Mark 10:35-45

The Rev. Helen Havlik

28th Sunday in Ordinary Time

October 14, 2018

The gospels tell us that one of Jesus’ primary goals is to train a core group of disciples to carry on the ministry after he’s gone—and each generation of believers since then has had the task of both learning and teaching others what it means to follow Jesus Christ. This turns out to be harder than it looks. He’s starting from scratch with people who have set ideas about what God expects from them and what they can expect from God. They recognize Jesus stands in the tradition of the prophets of Israel who called the people to turn back to God. But Jesus has something else in mind. At first his ministry is about teaching and healing. Then he reveals that God has sent him for greater purposes. I’m reading Mark, Ch. 10, beginning with vs. 35. Listen with me to God’s holy word.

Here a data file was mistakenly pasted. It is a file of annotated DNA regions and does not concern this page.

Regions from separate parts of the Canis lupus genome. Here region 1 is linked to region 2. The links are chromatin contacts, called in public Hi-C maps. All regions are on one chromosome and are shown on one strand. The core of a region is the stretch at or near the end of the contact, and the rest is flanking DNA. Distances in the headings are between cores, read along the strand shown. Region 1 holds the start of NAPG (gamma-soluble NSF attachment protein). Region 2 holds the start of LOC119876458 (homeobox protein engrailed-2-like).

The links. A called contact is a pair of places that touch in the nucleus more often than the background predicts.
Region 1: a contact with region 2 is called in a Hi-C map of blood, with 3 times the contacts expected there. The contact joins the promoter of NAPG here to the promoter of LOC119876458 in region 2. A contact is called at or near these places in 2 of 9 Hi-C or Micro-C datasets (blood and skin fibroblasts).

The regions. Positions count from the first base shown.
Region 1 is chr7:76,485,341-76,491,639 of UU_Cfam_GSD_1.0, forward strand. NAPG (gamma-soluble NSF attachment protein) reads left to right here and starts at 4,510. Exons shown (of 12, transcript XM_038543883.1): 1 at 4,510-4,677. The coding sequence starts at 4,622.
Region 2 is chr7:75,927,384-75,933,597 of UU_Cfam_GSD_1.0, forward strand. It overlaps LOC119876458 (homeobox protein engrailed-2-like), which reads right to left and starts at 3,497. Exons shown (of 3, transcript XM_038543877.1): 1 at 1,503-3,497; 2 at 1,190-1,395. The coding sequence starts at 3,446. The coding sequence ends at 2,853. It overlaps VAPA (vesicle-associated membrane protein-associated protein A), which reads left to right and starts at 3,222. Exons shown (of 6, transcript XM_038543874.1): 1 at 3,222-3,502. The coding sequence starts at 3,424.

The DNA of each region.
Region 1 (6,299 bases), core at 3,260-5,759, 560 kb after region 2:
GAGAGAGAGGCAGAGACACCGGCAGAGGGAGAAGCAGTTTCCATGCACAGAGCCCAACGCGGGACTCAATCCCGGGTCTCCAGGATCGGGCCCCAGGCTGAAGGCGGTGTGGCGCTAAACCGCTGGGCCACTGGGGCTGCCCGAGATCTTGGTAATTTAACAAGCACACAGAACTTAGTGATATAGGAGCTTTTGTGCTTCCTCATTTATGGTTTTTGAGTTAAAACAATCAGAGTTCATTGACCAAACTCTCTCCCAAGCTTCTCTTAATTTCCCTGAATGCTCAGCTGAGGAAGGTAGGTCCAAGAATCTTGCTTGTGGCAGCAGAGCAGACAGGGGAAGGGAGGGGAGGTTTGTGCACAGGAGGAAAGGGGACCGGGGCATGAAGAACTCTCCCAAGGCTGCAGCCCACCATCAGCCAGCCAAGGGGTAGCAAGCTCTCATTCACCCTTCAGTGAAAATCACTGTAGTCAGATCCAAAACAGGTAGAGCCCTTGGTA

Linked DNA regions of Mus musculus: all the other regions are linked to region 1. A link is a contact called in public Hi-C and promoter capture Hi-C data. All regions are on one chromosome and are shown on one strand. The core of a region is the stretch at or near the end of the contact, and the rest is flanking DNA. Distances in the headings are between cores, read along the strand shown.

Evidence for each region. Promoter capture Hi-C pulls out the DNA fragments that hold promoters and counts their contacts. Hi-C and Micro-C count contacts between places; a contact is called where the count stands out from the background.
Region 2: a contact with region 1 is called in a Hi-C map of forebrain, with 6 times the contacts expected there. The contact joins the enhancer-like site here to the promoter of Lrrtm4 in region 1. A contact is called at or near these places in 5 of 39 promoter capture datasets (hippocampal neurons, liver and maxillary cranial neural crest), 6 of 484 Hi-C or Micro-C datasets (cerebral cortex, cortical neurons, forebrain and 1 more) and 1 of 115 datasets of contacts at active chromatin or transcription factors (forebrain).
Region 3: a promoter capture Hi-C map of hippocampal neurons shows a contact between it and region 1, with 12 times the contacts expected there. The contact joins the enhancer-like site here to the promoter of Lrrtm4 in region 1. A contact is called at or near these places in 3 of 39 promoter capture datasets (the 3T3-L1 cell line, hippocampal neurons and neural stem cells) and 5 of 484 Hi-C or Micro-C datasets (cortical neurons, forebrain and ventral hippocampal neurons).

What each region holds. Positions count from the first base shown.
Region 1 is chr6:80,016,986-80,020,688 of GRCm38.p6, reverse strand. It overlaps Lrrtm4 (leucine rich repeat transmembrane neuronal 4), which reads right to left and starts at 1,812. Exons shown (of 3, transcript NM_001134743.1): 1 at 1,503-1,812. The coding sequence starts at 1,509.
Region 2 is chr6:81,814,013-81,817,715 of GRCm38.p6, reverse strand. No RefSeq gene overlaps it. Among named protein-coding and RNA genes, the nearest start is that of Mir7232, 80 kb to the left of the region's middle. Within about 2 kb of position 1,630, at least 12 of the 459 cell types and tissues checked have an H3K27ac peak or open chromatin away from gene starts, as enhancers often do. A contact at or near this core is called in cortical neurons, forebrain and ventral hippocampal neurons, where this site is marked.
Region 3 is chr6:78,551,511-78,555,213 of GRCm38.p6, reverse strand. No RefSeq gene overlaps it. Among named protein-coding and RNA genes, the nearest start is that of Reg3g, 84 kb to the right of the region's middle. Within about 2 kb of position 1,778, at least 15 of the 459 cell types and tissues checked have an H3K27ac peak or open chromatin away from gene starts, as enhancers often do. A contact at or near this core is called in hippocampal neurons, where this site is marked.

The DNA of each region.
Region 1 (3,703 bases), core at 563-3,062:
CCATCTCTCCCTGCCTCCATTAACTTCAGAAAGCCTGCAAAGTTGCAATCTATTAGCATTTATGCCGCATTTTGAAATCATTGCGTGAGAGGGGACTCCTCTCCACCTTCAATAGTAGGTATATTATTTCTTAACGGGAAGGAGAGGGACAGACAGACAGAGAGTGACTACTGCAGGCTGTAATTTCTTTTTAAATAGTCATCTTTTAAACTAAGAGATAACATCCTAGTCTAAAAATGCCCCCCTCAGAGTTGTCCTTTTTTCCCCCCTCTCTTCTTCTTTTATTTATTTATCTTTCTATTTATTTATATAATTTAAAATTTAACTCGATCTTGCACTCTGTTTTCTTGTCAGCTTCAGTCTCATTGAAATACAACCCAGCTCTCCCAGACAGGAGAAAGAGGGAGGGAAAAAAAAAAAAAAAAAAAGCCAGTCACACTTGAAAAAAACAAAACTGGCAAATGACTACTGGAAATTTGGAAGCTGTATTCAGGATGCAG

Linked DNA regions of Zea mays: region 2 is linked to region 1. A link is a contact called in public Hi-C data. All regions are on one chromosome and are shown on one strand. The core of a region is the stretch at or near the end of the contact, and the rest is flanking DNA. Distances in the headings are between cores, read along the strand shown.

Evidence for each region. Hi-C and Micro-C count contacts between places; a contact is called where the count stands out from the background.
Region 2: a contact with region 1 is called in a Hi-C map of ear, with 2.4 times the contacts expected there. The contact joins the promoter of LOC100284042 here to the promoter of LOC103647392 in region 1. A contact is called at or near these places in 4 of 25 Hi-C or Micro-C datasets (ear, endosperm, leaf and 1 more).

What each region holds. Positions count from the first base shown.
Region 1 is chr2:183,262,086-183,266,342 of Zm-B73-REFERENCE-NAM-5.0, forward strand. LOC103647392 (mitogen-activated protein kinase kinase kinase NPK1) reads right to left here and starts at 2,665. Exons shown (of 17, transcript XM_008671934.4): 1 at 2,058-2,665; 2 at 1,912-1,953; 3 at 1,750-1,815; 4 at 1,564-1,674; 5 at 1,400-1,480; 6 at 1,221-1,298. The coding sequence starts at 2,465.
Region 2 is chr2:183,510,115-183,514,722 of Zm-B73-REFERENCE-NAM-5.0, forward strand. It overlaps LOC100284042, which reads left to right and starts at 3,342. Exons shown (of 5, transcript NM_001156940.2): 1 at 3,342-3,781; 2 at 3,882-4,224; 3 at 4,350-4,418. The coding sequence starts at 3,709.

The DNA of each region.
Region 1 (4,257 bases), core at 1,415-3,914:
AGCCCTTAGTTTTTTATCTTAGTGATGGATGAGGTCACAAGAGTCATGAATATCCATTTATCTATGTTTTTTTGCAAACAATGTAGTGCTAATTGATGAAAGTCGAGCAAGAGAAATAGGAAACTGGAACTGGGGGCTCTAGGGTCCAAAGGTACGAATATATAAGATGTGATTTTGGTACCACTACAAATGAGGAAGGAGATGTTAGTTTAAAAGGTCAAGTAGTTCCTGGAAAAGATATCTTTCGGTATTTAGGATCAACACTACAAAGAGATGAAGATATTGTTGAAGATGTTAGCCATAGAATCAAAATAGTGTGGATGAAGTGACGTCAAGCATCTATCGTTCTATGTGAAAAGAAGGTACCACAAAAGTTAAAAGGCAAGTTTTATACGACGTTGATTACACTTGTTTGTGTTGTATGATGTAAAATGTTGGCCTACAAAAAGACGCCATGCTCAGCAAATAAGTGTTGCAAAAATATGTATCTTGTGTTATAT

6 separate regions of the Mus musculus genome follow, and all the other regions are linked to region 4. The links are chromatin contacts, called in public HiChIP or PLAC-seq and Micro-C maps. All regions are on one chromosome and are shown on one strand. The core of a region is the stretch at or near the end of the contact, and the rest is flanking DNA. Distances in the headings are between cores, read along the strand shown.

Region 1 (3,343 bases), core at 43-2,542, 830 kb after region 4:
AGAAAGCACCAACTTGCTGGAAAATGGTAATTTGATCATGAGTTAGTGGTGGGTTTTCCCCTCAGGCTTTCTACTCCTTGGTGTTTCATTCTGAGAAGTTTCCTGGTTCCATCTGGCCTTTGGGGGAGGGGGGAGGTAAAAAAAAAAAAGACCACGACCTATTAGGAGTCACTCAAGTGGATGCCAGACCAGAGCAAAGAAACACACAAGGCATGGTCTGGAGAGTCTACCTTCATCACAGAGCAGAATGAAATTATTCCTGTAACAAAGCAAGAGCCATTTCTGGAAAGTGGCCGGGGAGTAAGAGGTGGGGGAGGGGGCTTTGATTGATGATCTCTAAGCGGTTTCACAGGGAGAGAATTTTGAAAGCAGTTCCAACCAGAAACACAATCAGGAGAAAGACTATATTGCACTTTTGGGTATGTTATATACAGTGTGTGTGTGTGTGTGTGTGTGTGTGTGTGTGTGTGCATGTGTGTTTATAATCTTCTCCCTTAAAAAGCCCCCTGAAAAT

When I was just starting out in ministry, there were things I hadn’t learned in seminary. I didn’t know how to do a funeral. I’d never done a budget. I’d never planned a Christmas Eve service. And I didn’t know there was such a thing as a “clergy discount.” This was totally new to me—the idea that all I had to do was say to the clerk in a store, “Hi, I’m the new pastor in town,” and I’d automatically get 10 percent off. Sometimes even 20 percent! Trash pick-up, lawn mowing, haircuts, car service—my clergy colleagues said that if someone didn’t offer, I should go ahead and ask anyway—they always did and more often than not, they’d get a discount. In that part of the world, clergy were treated with extreme deference. Even I, a green kid out of seminary, could count on my opinion being listened to and my presence noted. Along with my fellow clergy, I was invited to join the local country club and asked to pray at various public and private events, where dinner was always free. Often there were other freebies offered to us that weren’t offered to anyone else—tickets and gift certificates and gift baskets. The older and wiser of my minister friends insisted we were entitled to all of this special treatment because of our ordination, our training and our typically low salaries. We’ve made huge sacrifices to do what we do, they said, and we deserve to be recognized and compensated. That’s when I learned what the phrase “big fish in a small pond” means!